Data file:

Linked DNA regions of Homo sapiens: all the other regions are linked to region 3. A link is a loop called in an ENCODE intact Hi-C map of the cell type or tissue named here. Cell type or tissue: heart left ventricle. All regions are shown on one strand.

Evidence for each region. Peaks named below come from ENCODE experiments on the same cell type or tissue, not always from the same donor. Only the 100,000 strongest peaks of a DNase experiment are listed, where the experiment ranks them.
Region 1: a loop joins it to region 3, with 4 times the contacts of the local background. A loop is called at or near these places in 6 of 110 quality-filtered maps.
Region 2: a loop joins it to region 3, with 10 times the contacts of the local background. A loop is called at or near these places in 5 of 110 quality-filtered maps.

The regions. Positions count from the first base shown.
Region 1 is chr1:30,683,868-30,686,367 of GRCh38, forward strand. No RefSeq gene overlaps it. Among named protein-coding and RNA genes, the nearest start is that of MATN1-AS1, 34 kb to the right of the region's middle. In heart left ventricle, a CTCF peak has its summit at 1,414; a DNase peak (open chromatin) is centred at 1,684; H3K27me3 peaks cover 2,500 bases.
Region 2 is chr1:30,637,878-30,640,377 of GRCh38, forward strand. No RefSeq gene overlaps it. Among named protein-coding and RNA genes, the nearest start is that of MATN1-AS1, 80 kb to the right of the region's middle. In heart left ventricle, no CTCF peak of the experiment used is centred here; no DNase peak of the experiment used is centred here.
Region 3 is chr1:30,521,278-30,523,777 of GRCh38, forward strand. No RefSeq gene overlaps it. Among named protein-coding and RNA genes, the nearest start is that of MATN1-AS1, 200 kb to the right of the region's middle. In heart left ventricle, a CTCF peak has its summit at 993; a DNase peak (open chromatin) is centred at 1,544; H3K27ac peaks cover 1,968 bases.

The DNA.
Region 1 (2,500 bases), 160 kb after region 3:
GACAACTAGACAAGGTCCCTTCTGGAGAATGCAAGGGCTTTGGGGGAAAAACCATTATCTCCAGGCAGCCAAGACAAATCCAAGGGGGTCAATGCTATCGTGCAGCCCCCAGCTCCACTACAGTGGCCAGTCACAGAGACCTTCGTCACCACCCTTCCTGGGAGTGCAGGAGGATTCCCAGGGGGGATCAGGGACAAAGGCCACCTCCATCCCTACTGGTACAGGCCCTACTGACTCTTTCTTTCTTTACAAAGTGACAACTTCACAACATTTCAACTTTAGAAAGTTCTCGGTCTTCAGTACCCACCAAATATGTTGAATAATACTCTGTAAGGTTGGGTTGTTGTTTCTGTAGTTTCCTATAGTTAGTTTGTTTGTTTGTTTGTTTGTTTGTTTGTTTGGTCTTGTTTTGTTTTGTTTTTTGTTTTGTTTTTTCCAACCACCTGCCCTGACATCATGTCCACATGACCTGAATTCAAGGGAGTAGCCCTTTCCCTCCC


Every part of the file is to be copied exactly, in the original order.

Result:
Linked DNA regions of Homo sapiens: all the other regions are linked to region 3. A link is a loop called in an ENCODE intact Hi-C map of the cell type or tissue named here. Cell type or tissue: heart left ventricle. All regions are shown on one strand.

Evidence for each region. Peaks named below come from ENCODE experiments on the same cell type or tissue, not always from the same donor. Only the 100,000 strongest peaks of a DNase experiment are listed, where the experiment ranks them.
Region 1: a loop joins it to region 3, with 4 times the contacts of the local background. A loop is called at or near these places in 6 of 110 quality-filtered maps.
Region 2: a loop joins it to region 3, with 10 times the contacts of the local background. A loop is called at or near these places in 5 of 110 quality-filtered maps.

The regions. Positions count from the first base shown.
Region 1 is chr1:30,683,868-30,686,367 of GRCh38, forward strand. No RefSeq gene overlaps it. Among named protein-coding and RNA genes, the nearest start is that of MATN1-AS1, 34 kb to the right of the region's middle. In heart left ventricle, a CTCF peak has its summit at 1,414; a DNase peak (open chromatin) is centred at 1,684; H3K27me3 peaks cover 2,500 bases.
Region 2 is chr1:30,637,878-30,640,377 of GRCh38, forward strand. No RefSeq gene overlaps it. Among named protein-coding and RNA genes, the nearest start is that of MATN1-AS1, 80 kb to the right of the region's middle. In heart left ventricle, no CTCF peak of the experiment used is centred here; no DNase peak of the experiment used is centred here.
Region 3 is chr1:30,521,278-30,523,777 of GRCh38, forward strand. No RefSeq gene overlaps it. Among named protein-coding and RNA genes, the nearest start is that of MATN1-AS1, 200 kb to the right of the region's middle. In heart left ventricle, a CTCF peak has its summit at 993; a DNase peak (open chromatin) is centred at 1,544; H3K27ac peaks cover 1,968 bases.

The DNA.
Region 1 (2,500 bases), 160 kb after region 3:
GACAACTAGACAAGGTCCCTTCTGGAGAATGCAAGGGCTTTGGGGGAAAAACCATTATCTCCAGGCAGCCAAGACAAATCCAAGGGGGTCAATGCTATCGTGCAGCCCCCAGCTCCACTACAGTGGCCAGTCACAGAGACCTTCGTCACCACCCTTCCTGGGAGTGCAGGAGGATTCCCAGGGGGGATCAGGGACAAAGGCCACCTCCATCCCTACTGGTACAGGCCCTACTGACTCTTTCTTTCTTTACAAAGTGACAACTTCACAACATTTCAACTTTAGAAAGTTCTCGGTCTTCAGTACCCACCAAATATGTTGAATAATACTCTGTAAGGTTGGGTTGTTGTTTCTGTAGTTTCCTATAGTTAGTTTGTTTGTTTGTTTGTTTGTTTGTTTGTTTGGTCTTGTTTTGTTTTGTTTTTTGTTTTGTTTTTTCCAACCACCTGCCCTGACATCATGTCCACATGACCTGAATTCAAGGGAGTAGCCCTTTCCCTCCC